2
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Recently I got in a problem and I will try to explain with a simple example. I have an expression which reads :

y = (10 + 2*x )/x;

Now I want to substitute 1/x -> 0 . Now if I substitute directly in this expression the result is zero i.e.

y = (10 + 2*x )/x;
y /. {1/x -> 0};
Print[y];

Answer = 0 which should not be.

So I have to expand before substituting i.e.

y = (10 + 2*x )/x;
y1=Expand[y,x];
y1 /. {1/x -> 0};
Print[y1];

which gives me the correct answer = 2.

My question is, is there any efficient way (or another way) to do this work. This is because in case of 'y' has a very large expression or coefficient of 1/x is very complicated, Expand command is taking very very long time.

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    $\begingroup$ What about taking the limit x->Infinity ? $\endgroup$ – Mher Jun 1 '16 at 12:37
  • $\begingroup$ Hi @Mher Safaryan , if you are suggesting not to use Expand and just to use y /. {x ->Infinity} , it won't work. The problem will be the same no? Previously it gave 0, now it will give Infinity. $\endgroup$ – Boogeyman Jun 1 '16 at 12:43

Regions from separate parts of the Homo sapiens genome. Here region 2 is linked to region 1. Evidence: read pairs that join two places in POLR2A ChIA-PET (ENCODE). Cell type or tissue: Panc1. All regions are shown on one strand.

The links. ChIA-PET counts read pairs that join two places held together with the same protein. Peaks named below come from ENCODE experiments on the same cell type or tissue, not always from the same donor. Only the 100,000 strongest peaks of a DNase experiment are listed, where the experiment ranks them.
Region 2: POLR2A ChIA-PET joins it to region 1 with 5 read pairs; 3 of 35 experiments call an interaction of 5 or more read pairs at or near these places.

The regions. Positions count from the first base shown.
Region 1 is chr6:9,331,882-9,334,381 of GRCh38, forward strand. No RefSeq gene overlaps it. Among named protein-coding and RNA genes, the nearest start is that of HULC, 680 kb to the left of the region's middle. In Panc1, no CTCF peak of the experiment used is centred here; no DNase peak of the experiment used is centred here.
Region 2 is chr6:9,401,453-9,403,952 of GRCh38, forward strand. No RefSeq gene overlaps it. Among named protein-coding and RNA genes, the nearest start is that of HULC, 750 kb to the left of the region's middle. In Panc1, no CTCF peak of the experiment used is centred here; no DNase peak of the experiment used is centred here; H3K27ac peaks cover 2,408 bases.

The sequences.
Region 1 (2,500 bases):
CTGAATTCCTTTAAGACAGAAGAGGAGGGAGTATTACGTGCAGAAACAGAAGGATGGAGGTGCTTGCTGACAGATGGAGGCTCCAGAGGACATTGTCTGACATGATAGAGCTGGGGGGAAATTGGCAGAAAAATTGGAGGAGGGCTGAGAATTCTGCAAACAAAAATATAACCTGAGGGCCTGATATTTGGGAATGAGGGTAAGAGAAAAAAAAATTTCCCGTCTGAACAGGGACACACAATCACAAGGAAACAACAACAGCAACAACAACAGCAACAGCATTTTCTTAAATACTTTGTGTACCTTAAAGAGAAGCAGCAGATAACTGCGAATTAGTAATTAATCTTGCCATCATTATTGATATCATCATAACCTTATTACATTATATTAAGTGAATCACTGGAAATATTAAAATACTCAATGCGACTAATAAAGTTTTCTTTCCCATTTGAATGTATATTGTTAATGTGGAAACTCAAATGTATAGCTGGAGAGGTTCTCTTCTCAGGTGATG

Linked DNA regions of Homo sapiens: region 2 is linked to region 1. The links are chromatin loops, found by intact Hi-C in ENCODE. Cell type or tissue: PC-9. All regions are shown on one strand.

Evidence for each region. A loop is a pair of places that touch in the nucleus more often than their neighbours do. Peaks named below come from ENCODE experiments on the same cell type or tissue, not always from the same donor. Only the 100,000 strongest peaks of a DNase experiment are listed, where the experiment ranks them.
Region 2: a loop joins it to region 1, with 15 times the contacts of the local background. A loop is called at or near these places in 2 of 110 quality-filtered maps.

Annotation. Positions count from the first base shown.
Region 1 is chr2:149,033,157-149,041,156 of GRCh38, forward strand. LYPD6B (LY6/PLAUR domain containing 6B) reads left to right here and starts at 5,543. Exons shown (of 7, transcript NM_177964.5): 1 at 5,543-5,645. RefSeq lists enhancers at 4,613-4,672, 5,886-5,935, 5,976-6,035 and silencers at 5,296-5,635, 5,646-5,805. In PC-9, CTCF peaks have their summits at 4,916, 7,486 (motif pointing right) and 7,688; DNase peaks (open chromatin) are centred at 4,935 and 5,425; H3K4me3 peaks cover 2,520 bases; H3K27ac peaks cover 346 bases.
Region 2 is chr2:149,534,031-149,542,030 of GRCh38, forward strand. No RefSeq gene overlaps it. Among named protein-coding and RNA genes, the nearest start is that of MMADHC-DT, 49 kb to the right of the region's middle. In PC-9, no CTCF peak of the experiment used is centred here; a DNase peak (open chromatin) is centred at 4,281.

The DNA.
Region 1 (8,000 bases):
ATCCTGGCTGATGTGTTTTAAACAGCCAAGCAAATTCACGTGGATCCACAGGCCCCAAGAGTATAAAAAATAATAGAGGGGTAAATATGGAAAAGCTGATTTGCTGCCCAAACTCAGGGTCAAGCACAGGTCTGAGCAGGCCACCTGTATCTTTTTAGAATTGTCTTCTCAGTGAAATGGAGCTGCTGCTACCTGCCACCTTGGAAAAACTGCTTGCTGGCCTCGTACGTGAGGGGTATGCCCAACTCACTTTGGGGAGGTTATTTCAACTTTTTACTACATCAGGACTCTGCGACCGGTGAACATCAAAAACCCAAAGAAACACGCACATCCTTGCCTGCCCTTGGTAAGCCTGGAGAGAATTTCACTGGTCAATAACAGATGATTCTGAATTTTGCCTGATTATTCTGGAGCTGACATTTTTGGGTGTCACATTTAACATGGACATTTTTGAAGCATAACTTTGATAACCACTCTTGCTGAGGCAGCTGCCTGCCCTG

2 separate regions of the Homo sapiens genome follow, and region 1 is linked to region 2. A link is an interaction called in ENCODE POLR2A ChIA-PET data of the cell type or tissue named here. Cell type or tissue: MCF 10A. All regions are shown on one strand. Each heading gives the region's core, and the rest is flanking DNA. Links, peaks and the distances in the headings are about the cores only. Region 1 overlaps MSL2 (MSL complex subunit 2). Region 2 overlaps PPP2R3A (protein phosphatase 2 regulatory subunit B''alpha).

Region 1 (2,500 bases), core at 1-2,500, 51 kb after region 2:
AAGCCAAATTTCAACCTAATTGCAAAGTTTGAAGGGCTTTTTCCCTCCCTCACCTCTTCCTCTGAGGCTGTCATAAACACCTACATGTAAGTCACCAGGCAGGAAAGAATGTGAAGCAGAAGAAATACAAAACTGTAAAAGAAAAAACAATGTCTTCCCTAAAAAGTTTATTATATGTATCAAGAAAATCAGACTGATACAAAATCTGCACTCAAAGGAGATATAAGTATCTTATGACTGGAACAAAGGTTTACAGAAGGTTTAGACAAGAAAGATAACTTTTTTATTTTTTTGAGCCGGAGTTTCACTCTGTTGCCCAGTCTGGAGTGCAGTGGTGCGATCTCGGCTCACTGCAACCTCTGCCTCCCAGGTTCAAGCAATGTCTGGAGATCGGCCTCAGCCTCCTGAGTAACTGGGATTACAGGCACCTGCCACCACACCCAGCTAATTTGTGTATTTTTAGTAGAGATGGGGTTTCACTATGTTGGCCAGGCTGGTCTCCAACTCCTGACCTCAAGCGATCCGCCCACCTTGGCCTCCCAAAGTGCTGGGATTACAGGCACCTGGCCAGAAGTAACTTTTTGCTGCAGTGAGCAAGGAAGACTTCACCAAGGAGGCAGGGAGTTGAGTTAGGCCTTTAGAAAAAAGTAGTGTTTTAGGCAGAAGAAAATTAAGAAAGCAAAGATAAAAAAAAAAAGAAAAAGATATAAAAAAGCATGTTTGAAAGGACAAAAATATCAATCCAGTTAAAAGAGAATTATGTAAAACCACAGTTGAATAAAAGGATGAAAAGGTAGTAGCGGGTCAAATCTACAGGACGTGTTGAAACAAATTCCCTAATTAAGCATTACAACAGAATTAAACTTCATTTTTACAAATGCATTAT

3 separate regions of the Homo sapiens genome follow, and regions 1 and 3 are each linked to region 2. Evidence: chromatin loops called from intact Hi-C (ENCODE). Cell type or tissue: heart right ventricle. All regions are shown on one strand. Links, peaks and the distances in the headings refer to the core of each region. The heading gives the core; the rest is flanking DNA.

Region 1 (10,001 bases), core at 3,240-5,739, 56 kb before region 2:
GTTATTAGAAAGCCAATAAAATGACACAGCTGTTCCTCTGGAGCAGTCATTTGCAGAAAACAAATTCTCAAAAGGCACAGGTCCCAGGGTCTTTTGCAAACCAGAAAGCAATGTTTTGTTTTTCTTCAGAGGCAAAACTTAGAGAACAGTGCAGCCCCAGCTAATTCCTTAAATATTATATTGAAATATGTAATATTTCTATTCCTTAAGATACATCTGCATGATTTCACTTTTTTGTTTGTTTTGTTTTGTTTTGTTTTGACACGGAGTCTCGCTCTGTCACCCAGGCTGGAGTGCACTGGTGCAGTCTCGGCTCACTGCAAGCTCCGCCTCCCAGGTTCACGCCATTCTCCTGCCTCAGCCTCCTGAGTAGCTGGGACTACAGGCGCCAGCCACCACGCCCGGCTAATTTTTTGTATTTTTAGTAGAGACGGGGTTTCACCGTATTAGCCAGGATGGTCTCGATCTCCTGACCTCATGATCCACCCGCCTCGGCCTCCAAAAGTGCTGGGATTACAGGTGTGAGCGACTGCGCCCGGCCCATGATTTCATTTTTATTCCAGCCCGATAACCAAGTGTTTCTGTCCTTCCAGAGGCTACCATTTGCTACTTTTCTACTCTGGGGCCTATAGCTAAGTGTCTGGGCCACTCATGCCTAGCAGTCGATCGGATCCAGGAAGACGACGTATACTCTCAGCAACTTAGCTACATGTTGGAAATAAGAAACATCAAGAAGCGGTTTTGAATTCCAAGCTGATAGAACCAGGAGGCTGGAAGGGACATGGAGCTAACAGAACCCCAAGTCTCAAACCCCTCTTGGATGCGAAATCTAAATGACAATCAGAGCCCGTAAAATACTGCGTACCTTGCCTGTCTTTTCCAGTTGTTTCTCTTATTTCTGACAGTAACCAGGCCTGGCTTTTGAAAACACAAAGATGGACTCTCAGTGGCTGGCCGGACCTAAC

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    $\begingroup$ Why it is infinity ? it's just 2 for your example. Just try this (* Limit[y, {x -> Infinity}] *) $\endgroup$ – Mher Jun 1 '16 at 12:50
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    $\begingroup$ I believe that @Mher was suggesting that you use Limit[y, x -> Infinity], which does yield 2. So does First@Collect[y, x] or Coefficient[y, x, 0]. The last may be best, depending on your goal. $\endgroup$ – bbgodfrey Jun 1 '16 at 13:04
  • $\begingroup$ okay both are working .. thank you both. $\endgroup$ – Boogeyman Jun 1 '16 at 13:27
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If you want to substitute 1/x->0 in in expressions then take the limit x->Infinity:

y = (10+2*x)/x;
Limit[y, x->Infinity]

Other ways of doing that is the followings (see bbgodfrey's comment):

First@Collect[y, x]
Coefficient[y, x, 0]
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